This minestrone soup recipe features nutrient-dense great northern beans, cabbage, potatoes, flavorful aromatics, and the smoky flavor of bacon.
A secret ingredient of sorts...
As you look down the list of ingredients for this recipe, you will notice Parmesan rind. If you are unfamiliar with Parmesan rind, you may wonder what it is and why put it in a soup.
Parmesan rind is an edible outer layer that forms as the wheel of cheese ages. And although these pieces you hold in your hand after grating may look unusable, they hold lots of flavor.
In fact, unaware of their hidden value, many cooks simply throw them away.
Read more about the blessed beginnings of Parmigiano-Reggiano below. Then relax in the beauty of nature drawing a sigh of pleasure...for all is well.
1 pound (same as 2 cups) dried great northern beans
5 slices bacon
2 carrots, rinsed, peeled and chopped
2 celery stalks, washed and chopped
1 yellow onion, peeled and chopped
2 garlic cloves, peeled and minced
1 small head green cabbage, rinsed, cored and chopped
1 russet potato, rinsed, peeled and cubed
1/4 teaspoon crushed red pepper flakes
2 cups chicken stock, homemade preferred (chicken stock recipe)
8 cups water
1 ounce piece of Parmesan cheese rind
1 sprig of fresh rosemary
1-1/2 cups vegetable juice
1/2 cup fresh basil, chopped
Parmesan cheese, grated for garnish (or top with thin slices of mozzarella as in photo)
Smoked sea salt - optional
1. Sort and Rinse - Sort through beans, put in colander, and rinse with running water.
2. Salt Bath - In a large, heavy pot dissolve 1-1/2 tablespoons of salt in 8 cups of clean, cold water.
3. Add - Add rinsed beans to the salted water and bring to a boil over high heat.
4. Boil and Let Stand - Boil for two minutes then remove pot from heat and let stand covered for one hour.
5. Drain and Rinse - Pour contents into a colander and rinse beans under running water.
6. Cook until Crispy - Cook bacon in a large, heavy pot over medium heat. When bacon is crispy, lift it out with a meat fork or slotted spoon and place it on a paper towel to drain.
7. Add and Sauté - To 2 tablespoons of the bacon drippings, add the carrots, celery, onion, and garlic. Sauté for 7 minutes, or until vegetables are lightly browned.
8. Add and Sauté -Add the cabbage, potato, pepper flakes, and 1/2 teaspoon salt. Sauté until the cabbage begins to wilt, about 12 minutes.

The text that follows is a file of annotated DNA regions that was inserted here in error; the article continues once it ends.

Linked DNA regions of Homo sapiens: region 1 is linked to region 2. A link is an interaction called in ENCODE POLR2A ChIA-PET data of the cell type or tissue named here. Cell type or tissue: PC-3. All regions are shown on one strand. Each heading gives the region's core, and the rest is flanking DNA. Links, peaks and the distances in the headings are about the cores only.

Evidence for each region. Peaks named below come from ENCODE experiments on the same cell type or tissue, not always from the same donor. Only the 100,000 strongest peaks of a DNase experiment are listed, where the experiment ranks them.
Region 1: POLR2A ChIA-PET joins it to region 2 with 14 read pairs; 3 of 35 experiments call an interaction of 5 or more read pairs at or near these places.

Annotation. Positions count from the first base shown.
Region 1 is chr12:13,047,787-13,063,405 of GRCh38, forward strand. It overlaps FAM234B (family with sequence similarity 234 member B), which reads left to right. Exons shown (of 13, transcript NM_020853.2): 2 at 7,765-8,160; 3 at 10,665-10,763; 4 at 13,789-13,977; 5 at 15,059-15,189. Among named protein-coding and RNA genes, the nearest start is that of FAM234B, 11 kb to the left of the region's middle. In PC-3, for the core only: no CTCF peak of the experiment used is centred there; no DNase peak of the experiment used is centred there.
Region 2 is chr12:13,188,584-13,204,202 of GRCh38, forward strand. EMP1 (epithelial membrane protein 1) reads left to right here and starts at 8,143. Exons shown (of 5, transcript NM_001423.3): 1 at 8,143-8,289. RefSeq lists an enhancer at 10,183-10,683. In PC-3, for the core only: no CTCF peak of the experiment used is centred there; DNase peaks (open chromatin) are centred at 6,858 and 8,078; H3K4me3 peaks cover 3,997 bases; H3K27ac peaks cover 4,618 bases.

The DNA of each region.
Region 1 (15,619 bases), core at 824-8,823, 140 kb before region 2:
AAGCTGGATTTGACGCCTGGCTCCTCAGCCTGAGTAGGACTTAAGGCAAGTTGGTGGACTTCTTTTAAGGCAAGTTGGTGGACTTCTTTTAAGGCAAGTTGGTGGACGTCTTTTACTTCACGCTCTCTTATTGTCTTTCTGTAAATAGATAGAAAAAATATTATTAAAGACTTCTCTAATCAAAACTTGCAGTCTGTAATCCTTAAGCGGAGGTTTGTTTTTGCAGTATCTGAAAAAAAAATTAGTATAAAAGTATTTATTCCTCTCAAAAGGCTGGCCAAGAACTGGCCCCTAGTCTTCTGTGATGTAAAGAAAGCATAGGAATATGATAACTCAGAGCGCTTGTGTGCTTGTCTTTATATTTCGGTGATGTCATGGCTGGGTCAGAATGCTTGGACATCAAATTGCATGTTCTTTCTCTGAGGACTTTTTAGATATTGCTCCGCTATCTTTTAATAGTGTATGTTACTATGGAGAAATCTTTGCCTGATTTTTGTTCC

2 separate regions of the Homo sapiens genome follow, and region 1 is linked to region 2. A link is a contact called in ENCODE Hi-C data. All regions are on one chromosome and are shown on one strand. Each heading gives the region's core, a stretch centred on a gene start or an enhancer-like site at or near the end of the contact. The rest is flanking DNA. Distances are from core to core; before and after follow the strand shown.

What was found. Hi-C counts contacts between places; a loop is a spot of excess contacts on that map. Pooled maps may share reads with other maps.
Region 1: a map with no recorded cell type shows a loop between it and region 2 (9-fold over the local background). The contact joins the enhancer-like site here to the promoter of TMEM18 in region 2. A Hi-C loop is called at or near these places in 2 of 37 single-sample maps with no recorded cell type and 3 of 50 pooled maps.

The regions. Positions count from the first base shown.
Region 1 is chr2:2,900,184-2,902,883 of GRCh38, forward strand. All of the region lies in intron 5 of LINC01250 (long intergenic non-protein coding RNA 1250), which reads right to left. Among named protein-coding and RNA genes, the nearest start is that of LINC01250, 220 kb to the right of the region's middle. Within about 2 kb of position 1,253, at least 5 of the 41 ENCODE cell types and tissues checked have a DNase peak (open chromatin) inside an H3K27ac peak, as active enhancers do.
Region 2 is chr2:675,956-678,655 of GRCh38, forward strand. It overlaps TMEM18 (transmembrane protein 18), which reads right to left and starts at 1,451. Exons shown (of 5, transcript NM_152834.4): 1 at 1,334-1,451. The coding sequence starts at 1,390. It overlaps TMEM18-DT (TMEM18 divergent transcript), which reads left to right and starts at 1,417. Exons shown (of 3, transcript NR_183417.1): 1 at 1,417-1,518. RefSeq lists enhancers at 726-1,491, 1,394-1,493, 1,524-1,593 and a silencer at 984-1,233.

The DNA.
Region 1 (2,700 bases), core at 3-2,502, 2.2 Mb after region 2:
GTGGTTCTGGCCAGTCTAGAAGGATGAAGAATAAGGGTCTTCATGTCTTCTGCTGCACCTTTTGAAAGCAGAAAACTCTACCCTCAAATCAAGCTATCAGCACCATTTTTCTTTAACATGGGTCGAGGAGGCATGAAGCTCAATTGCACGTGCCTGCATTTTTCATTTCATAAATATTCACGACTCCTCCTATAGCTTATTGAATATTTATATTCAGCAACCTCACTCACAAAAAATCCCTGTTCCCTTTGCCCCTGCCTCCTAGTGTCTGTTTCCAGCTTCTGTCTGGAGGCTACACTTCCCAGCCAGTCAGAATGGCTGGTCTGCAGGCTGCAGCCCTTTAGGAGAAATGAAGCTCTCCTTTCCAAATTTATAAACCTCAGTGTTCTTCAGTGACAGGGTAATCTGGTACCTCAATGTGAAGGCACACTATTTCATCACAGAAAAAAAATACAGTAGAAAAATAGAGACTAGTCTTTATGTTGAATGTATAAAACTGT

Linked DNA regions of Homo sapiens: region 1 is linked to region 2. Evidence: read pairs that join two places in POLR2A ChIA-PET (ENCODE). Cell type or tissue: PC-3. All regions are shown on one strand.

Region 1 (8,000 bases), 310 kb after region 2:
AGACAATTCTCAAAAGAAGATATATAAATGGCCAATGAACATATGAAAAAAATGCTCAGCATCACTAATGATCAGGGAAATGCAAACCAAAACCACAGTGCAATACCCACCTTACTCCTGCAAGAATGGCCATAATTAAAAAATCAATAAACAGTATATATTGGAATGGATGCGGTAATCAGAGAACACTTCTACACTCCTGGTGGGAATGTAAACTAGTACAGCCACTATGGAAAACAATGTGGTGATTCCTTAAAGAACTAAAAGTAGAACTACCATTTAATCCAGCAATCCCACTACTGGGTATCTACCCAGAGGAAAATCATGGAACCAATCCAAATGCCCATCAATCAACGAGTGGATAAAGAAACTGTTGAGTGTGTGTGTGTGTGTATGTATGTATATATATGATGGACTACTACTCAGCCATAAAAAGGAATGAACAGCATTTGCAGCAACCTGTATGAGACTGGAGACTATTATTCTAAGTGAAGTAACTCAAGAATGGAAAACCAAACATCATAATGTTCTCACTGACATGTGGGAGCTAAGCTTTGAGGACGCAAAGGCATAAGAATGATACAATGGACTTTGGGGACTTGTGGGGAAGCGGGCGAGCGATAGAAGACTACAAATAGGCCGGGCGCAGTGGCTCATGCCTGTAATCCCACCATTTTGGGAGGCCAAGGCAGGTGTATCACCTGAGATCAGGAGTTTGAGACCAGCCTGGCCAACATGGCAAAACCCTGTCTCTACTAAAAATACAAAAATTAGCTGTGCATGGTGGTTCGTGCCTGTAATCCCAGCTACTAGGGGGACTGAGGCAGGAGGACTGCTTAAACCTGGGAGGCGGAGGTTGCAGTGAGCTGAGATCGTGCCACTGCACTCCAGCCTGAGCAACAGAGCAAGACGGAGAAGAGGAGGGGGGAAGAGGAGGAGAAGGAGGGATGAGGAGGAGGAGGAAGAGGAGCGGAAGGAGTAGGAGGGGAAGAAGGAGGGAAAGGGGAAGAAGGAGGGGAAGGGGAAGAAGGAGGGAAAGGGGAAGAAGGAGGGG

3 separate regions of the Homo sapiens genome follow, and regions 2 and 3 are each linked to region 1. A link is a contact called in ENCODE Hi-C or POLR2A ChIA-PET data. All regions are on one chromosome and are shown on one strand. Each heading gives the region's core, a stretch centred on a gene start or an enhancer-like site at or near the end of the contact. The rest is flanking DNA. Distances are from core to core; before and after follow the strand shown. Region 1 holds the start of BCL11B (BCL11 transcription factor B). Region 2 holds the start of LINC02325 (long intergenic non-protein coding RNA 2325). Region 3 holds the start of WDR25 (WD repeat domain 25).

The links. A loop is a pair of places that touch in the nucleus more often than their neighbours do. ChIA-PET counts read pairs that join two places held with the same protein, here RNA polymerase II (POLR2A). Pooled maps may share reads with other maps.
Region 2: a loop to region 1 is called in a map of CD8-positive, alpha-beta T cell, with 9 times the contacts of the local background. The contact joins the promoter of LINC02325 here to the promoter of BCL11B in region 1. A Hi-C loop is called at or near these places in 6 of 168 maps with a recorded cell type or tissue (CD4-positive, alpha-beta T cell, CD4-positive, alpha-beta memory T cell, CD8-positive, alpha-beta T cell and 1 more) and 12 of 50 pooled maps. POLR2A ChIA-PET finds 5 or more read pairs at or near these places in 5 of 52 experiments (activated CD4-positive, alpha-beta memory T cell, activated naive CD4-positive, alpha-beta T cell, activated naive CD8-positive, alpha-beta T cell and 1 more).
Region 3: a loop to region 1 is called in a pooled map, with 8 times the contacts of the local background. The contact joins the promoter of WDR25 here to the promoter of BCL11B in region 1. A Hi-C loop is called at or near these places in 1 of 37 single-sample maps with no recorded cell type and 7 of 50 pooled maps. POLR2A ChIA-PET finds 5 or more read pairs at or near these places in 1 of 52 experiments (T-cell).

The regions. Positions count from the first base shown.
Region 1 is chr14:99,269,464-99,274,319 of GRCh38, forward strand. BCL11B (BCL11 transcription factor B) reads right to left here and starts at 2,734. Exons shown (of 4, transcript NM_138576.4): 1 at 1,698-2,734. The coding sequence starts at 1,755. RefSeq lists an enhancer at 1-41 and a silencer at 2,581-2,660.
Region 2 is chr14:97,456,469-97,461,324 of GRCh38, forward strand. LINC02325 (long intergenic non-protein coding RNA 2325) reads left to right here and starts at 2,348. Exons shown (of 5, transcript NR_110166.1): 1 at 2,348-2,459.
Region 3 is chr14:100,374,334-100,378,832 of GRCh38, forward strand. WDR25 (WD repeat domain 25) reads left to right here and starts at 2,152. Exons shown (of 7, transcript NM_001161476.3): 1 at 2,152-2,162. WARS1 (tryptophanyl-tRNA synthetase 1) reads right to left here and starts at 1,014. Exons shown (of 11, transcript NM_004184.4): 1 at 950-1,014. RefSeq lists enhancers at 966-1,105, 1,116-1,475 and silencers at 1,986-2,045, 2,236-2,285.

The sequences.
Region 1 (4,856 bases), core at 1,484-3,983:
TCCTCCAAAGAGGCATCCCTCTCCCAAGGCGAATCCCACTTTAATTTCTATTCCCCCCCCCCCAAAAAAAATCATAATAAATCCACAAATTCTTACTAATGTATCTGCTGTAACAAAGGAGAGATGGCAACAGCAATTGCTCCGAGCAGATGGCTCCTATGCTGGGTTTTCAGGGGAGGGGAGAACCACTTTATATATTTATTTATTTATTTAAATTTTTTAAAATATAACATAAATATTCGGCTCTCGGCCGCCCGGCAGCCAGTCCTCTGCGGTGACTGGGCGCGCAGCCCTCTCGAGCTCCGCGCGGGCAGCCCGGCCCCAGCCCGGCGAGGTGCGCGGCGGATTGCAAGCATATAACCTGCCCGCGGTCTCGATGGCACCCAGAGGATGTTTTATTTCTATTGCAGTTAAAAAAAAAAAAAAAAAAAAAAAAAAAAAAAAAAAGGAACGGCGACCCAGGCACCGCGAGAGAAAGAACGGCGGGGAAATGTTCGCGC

9. Remove vegetables from pot and place in a large baking dish.
10. Bring to a Boil -Place the soaked beans, water, stock, rosemary sprig, and Parmesan cheese rind in the pot; bring to a boil over high heat.
11. Reduce Heat to Vigorous Simmer - Once mixture is boiling, reduce heat to medium for a vigorous simmer. Stir occasionally.
12. Cook One Hour - Cook for one hour or until the beans are tender and the liquid has a rich, thick consistency.
13. Add and Cook 15 Minutes - Return sautéed vegetables to the stock pot and add vegetable juice. Cook over medium heat for about 15 minutes or until all of the vegetables are soft.
14. Discard the bare rosemary stem and the Parmesan rind.
15. Stir in and Season - Stir in the fresh basil and season to taste with salt and black pepper. (Another option would be to sprinkle each serving with a wonderful smoked sea salt just before serving.)
16. Garnish - Garnish each serving of this minestrone soup recipe with freshly grated Parmesan cheese or thin slices of mozzarella.
Although we may not know exactly who discovered cheese itself, legend credits the discovery to a nomad who was crossing the desert with a saddlebag filled with milk.
But what about Parmesan cheese? What circumstances led to its discovery?
This wonderful cheese, Parmigiano-Reggiano, was first made during the Middle Ages by Benedictine monks living in Italy.
The monks settled in a fertile valley near good sources of water. And there they cared for large herds of dairy cattle and cultivated clover and alfalfa. This special diet was one of the factors that influenced the milk and helped give the cheese its unique flavor.
But there was more. The discovery was also made possible because the monks heated the milk in large vats, not just in small batches as individual farmers would have done.
And they perfected their production of Parmesan by developing sophisticated techniques using science and dedicated observation.
Many factors came together to make the discovery of Parmesan cheese possible:
Let the taste of Parmesan in this minestrone soup recipe take your mind on an imaginary journey to the past.
Like a tenderly written love letter, reach out to those dear to your heart with one of these delicious soups...
Jahncke, Elizabeth. "Parmigiano-Reggiano: The "King" of Cheeses." The Trade and Environment Database. Accessed September 27, 2016. http://www1.american.edu/ted/parmesan.htm.
Leavenworth, Stuart. "If You Grate the Cheese, Be Grateful for the Rind | KQED Food." Bay Area Bites. Accessed September 27, 2016. https://ww2.kqed.org/bayareabites/2009/07/28/if-you-grate-the-cheese-be-grateful-for-the-rind/.
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